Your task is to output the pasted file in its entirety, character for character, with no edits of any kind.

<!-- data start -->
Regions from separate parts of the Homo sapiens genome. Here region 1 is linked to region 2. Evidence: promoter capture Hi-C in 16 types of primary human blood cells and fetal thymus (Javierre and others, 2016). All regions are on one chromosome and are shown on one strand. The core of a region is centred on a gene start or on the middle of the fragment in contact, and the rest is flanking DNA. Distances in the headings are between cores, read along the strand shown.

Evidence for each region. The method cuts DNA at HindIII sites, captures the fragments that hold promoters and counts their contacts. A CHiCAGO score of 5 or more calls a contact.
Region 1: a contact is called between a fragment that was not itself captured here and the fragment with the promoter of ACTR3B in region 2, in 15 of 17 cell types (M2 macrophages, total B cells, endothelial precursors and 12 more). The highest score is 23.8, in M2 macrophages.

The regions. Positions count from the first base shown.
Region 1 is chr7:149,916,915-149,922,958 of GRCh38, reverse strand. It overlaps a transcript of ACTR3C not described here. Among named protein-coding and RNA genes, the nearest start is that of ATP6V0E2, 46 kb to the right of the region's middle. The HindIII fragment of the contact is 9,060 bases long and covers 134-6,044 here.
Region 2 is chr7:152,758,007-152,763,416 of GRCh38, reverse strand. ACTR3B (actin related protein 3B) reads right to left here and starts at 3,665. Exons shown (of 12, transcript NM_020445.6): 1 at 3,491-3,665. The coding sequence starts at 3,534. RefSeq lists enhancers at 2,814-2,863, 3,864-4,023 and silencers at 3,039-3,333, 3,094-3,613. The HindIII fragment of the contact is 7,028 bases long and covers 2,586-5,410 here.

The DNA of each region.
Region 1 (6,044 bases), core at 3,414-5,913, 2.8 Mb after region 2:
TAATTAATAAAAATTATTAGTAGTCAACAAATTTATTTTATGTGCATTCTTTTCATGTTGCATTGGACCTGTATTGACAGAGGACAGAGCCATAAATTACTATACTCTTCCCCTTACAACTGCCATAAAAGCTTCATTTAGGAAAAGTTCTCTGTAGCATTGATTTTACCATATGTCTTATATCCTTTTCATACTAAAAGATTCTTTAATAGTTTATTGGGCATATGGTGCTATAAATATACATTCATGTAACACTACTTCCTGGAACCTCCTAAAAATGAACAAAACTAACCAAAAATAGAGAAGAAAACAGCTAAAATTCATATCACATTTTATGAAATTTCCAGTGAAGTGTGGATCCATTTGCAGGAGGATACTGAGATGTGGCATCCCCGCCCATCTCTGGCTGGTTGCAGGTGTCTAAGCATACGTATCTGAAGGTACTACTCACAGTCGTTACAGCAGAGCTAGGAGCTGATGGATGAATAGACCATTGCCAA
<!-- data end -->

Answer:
Regions from separate parts of the Homo sapiens genome. Here region 1 is linked to region 2. Evidence: promoter capture Hi-C in 16 types of primary human blood cells and fetal thymus (Javierre and others, 2016). All regions are on one chromosome and are shown on one strand. The core of a region is centred on a gene start or on the middle of the fragment in contact, and the rest is flanking DNA. Distances in the headings are between cores, read along the strand shown.

Evidence for each region. The method cuts DNA at HindIII sites, captures the fragments that hold promoters and counts their contacts. A CHiCAGO score of 5 or more calls a contact.
Region 1: a contact is called between a fragment that was not itself captured here and the fragment with the promoter of ACTR3B in region 2, in 15 of 17 cell types (M2 macrophages, total B cells, endothelial precursors and 12 more). The highest score is 23.8, in M2 macrophages.

The regions. Positions count from the first base shown.
Region 1 is chr7:149,916,915-149,922,958 of GRCh38, reverse strand. It overlaps a transcript of ACTR3C not described here. Among named protein-coding and RNA genes, the nearest start is that of ATP6V0E2, 46 kb to the right of the region's middle. The HindIII fragment of the contact is 9,060 bases long and covers 134-6,044 here.
Region 2 is chr7:152,758,007-152,763,416 of GRCh38, reverse strand. ACTR3B (actin related protein 3B) reads right to left here and starts at 3,665. Exons shown (of 12, transcript NM_020445.6): 1 at 3,491-3,665. The coding sequence starts at 3,534. RefSeq lists enhancers at 2,814-2,863, 3,864-4,023 and silencers at 3,039-3,333, 3,094-3,613. The HindIII fragment of the contact is 7,028 bases long and covers 2,586-5,410 here.

The DNA of each region.
Region 1 (6,044 bases), core at 3,414-5,913, 2.8 Mb after region 2:
TAATTAATAAAAATTATTAGTAGTCAACAAATTTATTTTATGTGCATTCTTTTCATGTTGCATTGGACCTGTATTGACAGAGGACAGAGCCATAAATTACTATACTCTTCCCCTTACAACTGCCATAAAAGCTTCATTTAGGAAAAGTTCTCTGTAGCATTGATTTTACCATATGTCTTATATCCTTTTCATACTAAAAGATTCTTTAATAGTTTATTGGGCATATGGTGCTATAAATATACATTCATGTAACACTACTTCCTGGAACCTCCTAAAAATGAACAAAACTAACCAAAAATAGAGAAGAAAACAGCTAAAATTCATATCACATTTTATGAAATTTCCAGTGAAGTGTGGATCCATTTGCAGGAGGATACTGAGATGTGGCATCCCCGCCCATCTCTGGCTGGTTGCAGGTGTCTAAGCATACGTATCTGAAGGTACTACTCACAGTCGTTACAGCAGAGCTAGGAGCTGATGGATGAATAGACCATTGCCAA